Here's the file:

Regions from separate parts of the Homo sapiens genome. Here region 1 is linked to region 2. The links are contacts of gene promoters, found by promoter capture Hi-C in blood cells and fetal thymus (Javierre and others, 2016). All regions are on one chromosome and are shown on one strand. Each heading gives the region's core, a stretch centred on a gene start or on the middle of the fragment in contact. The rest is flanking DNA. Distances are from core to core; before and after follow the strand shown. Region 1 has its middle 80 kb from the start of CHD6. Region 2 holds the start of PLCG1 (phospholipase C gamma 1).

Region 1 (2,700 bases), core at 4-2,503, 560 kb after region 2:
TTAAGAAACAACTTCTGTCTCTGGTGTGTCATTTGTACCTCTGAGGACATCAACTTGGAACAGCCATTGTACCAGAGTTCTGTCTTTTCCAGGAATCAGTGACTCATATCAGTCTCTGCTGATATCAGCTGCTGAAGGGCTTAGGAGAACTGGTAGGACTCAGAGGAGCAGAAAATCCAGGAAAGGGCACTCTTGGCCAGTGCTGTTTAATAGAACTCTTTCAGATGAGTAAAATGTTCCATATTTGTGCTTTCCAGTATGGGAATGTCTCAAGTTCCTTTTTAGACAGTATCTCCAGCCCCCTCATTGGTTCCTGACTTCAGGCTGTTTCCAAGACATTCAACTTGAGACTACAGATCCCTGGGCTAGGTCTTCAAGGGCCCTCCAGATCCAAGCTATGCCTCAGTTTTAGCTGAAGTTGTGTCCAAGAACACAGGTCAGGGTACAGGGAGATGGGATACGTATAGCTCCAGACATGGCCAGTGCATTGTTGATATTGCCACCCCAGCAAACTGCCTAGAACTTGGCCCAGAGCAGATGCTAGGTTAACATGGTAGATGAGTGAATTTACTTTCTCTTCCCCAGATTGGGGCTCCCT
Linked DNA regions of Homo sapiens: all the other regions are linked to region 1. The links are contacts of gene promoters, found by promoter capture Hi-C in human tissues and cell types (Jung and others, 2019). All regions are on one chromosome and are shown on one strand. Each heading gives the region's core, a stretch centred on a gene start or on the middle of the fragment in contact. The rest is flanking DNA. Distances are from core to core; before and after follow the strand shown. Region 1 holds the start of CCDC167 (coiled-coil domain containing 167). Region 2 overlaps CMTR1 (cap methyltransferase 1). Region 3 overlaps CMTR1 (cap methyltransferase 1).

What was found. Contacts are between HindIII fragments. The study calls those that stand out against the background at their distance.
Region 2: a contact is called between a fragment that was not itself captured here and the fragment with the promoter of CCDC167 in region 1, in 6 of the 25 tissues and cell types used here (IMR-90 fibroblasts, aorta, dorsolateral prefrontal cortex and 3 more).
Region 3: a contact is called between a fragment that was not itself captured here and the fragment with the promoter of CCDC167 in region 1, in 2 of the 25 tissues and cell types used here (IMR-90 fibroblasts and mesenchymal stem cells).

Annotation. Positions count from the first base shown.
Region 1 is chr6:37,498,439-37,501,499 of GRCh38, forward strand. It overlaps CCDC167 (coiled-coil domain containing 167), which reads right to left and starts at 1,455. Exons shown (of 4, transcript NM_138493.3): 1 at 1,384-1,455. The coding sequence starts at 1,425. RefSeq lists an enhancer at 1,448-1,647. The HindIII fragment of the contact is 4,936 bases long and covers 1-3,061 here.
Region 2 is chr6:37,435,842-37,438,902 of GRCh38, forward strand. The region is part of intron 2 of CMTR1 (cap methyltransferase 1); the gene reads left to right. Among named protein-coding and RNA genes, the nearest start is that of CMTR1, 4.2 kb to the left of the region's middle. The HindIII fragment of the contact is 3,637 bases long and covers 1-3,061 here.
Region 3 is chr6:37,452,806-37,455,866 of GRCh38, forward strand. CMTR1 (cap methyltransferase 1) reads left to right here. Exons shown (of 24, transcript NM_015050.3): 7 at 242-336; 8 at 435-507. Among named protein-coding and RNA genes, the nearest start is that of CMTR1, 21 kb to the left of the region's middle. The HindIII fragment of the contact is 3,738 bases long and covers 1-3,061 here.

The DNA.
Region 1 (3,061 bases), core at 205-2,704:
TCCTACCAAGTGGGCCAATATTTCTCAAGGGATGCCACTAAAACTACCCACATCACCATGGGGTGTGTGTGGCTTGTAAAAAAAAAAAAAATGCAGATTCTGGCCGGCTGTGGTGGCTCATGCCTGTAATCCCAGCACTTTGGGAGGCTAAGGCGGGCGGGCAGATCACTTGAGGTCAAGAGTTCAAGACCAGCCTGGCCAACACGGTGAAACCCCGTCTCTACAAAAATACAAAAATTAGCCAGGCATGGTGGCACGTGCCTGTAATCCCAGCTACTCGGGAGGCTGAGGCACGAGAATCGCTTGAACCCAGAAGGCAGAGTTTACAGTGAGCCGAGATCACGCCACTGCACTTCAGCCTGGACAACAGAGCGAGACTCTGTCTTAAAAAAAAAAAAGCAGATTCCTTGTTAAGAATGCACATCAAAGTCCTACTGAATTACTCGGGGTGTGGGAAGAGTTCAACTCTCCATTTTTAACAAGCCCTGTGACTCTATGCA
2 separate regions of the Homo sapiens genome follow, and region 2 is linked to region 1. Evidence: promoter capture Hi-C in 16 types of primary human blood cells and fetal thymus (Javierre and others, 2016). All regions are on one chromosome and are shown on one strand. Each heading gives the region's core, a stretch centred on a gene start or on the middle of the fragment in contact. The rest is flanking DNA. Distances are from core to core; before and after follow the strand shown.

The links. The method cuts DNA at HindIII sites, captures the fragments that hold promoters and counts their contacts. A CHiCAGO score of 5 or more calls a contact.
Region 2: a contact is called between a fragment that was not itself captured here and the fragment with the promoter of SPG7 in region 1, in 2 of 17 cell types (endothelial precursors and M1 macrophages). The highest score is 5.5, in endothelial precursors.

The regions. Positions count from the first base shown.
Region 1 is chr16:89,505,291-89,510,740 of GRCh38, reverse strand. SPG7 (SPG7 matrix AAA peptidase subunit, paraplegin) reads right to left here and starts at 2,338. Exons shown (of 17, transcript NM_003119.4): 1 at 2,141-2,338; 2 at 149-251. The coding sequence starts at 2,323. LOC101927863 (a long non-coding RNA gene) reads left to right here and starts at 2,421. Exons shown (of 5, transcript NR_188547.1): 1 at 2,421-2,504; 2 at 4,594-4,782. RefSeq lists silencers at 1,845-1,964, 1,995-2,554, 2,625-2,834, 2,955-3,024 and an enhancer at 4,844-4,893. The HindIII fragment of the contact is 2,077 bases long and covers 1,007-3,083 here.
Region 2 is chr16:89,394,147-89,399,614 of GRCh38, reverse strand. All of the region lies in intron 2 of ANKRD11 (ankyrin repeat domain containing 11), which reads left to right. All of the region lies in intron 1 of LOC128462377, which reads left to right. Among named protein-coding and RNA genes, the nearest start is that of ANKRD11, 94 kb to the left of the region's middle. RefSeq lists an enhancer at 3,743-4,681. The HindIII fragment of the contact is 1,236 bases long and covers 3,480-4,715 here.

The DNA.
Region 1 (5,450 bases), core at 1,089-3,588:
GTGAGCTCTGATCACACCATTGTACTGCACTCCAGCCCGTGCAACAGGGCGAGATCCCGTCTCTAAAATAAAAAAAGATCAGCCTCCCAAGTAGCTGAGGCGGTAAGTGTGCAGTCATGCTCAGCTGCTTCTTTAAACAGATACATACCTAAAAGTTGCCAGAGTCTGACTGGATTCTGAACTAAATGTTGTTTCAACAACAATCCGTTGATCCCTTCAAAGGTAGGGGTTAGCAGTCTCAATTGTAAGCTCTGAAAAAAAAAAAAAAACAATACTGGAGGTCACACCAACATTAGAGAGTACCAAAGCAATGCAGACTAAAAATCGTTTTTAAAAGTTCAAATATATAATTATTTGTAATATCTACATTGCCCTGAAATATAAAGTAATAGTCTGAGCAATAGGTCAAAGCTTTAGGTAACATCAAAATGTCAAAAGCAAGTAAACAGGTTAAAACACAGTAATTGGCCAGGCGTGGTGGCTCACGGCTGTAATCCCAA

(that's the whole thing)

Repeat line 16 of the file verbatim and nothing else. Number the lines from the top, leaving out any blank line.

The links. The method cuts DNA at HindIII sites, captures the fragments that hold promoters and counts their contacts. A CHiCAGO score of 5 or more calls a contact.